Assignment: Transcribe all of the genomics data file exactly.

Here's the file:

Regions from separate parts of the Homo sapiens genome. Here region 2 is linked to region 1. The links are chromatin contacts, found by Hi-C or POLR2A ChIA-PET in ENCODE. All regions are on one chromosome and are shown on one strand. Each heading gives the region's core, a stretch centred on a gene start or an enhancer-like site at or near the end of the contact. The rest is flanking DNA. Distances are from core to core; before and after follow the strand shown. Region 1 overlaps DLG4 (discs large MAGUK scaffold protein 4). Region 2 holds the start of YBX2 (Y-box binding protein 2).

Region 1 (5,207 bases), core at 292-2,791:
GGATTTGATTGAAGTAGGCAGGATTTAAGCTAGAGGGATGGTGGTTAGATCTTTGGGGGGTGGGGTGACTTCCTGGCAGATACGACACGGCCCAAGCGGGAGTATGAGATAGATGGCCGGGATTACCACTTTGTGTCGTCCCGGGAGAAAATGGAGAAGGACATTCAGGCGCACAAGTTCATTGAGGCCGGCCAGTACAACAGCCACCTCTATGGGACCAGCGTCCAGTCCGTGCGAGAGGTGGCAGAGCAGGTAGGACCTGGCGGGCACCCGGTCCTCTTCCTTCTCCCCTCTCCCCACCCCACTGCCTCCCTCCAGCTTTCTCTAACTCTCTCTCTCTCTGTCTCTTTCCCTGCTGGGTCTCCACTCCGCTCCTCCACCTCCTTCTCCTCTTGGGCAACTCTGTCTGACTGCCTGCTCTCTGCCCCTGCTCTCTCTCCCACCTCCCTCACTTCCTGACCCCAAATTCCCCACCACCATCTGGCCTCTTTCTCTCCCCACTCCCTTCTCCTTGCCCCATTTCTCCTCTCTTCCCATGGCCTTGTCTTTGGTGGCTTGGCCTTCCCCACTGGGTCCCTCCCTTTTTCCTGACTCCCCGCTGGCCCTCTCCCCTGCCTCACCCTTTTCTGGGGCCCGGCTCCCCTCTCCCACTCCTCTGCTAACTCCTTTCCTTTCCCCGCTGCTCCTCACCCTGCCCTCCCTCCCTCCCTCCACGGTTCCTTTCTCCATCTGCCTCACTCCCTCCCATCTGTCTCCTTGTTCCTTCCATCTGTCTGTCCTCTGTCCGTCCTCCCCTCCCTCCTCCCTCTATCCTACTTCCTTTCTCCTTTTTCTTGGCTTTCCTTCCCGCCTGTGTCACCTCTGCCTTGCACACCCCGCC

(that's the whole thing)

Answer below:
Regions from separate parts of the Homo sapiens genome. Here region 2 is linked to region 1. The links are chromatin contacts, found by Hi-C or POLR2A ChIA-PET in ENCODE. All regions are on one chromosome and are shown on one strand. Each heading gives the region's core, a stretch centred on a gene start or an enhancer-like site at or near the end of the contact. The rest is flanking DNA. Distances are from core to core; before and after follow the strand shown. Region 1 overlaps DLG4 (discs large MAGUK scaffold protein 4). Region 2 holds the start of YBX2 (Y-box binding protein 2).

Region 1 (5,207 bases), core at 292-2,791:
GGATTTGATTGAAGTAGGCAGGATTTAAGCTAGAGGGATGGTGGTTAGATCTTTGGGGGGTGGGGTGACTTCCTGGCAGATACGACACGGCCCAAGCGGGAGTATGAGATAGATGGCCGGGATTACCACTTTGTGTCGTCCCGGGAGAAAATGGAGAAGGACATTCAGGCGCACAAGTTCATTGAGGCCGGCCAGTACAACAGCCACCTCTATGGGACCAGCGTCCAGTCCGTGCGAGAGGTGGCAGAGCAGGTAGGACCTGGCGGGCACCCGGTCCTCTTCCTTCTCCCCTCTCCCCACCCCACTGCCTCCCTCCAGCTTTCTCTAACTCTCTCTCTCTCTGTCTCTTTCCCTGCTGGGTCTCCACTCCGCTCCTCCACCTCCTTCTCCTCTTGGGCAACTCTGTCTGACTGCCTGCTCTCTGCCCCTGCTCTCTCTCCCACCTCCCTCACTTCCTGACCCCAAATTCCCCACCACCATCTGGCCTCTTTCTCTCCCCACTCCCTTCTCCTTGCCCCATTTCTCCTCTCTTCCCATGGCCTTGTCTTTGGTGGCTTGGCCTTCCCCACTGGGTCCCTCCCTTTTTCCTGACTCCCCGCTGGCCCTCTCCCCTGCCTCACCCTTTTCTGGGGCCCGGCTCCCCTCTCCCACTCCTCTGCTAACTCCTTTCCTTTCCCCGCTGCTCCTCACCCTGCCCTCCCTCCCTCCCTCCACGGTTCCTTTCTCCATCTGCCTCACTCCCTCCCATCTGTCTCCTTGTTCCTTCCATCTGTCTGTCCTCTGTCCGTCCTCCCCTCCCTCCTCCCTCTATCCTACTTCCTTTCTCCTTTTTCTTGGCTTTCCTTCCCGCCTGTGTCACCTCTGCCTTGCACACCCCGCC